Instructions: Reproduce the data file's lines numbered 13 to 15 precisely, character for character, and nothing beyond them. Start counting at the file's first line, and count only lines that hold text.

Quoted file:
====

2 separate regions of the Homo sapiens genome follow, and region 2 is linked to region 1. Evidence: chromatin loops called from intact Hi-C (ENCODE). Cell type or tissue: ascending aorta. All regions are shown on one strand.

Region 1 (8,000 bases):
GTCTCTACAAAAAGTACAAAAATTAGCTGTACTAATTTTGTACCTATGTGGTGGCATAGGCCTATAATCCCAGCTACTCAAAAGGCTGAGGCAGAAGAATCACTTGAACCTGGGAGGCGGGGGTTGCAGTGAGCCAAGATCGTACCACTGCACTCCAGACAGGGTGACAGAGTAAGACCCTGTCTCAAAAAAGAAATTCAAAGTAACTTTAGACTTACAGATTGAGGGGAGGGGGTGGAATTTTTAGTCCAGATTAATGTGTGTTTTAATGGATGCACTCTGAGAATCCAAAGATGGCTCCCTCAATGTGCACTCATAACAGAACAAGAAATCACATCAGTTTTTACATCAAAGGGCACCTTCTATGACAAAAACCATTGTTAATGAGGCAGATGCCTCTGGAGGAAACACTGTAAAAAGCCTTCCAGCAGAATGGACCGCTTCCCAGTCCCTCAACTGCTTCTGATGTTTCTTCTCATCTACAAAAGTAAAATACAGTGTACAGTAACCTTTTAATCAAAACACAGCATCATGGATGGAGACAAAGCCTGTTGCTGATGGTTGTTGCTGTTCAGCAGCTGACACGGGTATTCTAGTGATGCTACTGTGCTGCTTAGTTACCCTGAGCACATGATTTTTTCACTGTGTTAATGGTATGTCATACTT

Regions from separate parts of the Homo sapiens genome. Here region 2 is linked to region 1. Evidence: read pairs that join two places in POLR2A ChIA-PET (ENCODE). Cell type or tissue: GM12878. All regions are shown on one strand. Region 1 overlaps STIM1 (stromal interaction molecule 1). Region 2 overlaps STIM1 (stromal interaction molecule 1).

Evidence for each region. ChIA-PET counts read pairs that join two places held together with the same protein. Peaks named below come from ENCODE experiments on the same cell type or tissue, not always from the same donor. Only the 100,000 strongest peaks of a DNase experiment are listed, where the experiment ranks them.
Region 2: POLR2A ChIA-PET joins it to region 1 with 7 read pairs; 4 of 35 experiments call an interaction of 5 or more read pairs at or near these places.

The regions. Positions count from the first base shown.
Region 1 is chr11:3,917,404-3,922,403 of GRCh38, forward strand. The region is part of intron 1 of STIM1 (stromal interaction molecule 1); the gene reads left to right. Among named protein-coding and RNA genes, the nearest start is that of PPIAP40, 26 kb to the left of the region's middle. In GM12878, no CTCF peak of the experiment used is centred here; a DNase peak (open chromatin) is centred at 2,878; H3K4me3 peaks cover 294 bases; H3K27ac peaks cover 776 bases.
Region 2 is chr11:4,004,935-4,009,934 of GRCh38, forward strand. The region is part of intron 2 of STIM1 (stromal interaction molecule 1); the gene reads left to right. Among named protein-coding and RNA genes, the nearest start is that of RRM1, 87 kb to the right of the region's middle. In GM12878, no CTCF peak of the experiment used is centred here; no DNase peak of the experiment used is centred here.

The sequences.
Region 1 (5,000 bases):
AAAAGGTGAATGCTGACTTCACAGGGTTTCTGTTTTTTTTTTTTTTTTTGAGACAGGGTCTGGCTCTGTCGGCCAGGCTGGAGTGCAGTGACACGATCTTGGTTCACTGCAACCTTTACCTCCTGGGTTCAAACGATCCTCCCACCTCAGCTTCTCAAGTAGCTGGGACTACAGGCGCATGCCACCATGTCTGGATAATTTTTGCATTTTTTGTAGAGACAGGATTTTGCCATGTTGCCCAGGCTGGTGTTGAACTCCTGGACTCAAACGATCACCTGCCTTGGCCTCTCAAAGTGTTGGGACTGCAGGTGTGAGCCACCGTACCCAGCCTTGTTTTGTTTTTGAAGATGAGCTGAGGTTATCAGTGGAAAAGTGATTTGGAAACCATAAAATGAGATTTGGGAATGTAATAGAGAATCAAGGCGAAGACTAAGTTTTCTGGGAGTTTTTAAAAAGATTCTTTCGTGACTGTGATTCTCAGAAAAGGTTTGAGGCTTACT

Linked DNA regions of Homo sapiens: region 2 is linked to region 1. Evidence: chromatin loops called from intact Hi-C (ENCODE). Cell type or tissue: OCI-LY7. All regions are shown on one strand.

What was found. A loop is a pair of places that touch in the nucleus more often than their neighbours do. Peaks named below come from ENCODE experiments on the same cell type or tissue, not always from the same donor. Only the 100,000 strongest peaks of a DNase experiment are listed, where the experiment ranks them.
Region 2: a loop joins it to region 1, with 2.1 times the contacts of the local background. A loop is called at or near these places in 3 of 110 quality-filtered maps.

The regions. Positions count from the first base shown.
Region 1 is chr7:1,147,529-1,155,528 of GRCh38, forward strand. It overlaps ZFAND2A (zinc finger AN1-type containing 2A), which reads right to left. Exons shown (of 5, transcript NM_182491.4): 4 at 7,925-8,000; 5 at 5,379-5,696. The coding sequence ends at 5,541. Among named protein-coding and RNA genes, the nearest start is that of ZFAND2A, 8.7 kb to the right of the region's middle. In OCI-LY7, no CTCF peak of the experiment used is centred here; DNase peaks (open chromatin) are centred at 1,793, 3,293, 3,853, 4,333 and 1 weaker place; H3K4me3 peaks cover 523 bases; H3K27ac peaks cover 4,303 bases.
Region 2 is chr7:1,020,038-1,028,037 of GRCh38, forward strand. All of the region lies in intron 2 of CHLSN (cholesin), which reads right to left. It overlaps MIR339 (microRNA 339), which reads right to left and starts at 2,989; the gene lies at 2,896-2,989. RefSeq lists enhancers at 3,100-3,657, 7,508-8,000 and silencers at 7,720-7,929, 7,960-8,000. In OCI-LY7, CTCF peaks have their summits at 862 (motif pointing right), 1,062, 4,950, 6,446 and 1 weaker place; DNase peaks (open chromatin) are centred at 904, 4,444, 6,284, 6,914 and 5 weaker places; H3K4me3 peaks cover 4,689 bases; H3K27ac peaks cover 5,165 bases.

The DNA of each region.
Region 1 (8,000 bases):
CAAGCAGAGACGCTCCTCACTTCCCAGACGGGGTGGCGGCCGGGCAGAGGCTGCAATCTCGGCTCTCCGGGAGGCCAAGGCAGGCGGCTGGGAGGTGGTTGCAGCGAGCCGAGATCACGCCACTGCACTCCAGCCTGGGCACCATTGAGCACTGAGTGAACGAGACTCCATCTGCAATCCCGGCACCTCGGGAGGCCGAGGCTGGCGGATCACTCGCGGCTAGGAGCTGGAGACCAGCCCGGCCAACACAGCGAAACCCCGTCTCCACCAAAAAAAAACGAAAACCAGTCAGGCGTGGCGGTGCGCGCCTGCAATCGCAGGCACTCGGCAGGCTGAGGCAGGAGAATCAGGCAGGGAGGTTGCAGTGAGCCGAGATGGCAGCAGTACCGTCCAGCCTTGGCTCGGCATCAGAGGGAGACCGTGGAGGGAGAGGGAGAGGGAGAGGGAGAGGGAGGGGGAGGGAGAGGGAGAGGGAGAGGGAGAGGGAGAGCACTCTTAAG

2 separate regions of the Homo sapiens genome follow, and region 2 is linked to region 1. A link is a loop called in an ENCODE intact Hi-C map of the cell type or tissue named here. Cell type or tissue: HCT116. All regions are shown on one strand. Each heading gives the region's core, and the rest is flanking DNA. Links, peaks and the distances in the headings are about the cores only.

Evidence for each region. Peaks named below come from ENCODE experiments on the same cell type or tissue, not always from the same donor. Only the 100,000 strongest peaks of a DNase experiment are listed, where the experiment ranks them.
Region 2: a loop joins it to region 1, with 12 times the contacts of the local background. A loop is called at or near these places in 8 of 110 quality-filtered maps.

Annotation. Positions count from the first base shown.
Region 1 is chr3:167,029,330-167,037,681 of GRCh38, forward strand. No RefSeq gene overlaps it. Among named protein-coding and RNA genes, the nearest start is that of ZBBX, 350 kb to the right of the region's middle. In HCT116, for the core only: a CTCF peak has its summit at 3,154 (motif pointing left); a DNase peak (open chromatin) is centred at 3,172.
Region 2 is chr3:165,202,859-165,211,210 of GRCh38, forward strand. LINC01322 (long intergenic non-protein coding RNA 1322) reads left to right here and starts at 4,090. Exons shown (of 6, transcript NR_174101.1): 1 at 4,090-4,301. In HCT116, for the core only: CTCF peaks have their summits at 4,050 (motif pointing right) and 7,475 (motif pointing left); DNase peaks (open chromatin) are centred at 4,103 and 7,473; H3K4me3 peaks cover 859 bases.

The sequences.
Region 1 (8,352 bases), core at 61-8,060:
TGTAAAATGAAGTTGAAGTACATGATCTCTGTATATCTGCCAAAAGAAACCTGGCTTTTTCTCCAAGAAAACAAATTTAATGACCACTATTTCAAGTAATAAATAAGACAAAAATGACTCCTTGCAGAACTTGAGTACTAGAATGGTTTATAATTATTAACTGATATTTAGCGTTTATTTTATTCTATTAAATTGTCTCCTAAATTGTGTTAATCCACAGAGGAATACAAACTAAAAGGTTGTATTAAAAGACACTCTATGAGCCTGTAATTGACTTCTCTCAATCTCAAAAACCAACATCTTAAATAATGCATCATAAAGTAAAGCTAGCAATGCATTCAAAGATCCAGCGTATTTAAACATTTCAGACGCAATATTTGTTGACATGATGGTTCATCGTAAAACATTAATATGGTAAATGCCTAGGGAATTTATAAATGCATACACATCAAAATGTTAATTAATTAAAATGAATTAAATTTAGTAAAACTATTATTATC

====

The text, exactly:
Linked DNA regions of Homo sapiens: region 2 is linked to region 1. Evidence: chromatin loops called from intact Hi-C (ENCODE). Cell type or tissue: OCI-LY7. All regions are shown on one strand.

What was found. A loop is a pair of places that touch in the nucleus more often than their neighbours do. Peaks named below come from ENCODE experiments on the same cell type or tissue, not always from the same donor. Only the 100,000 strongest peaks of a DNase experiment are listed, where the experiment ranks them.
Region 2: a loop joins it to region 1, with 2.1 times the contacts of the local background. A loop is called at or near these places in 3 of 110 quality-filtered maps.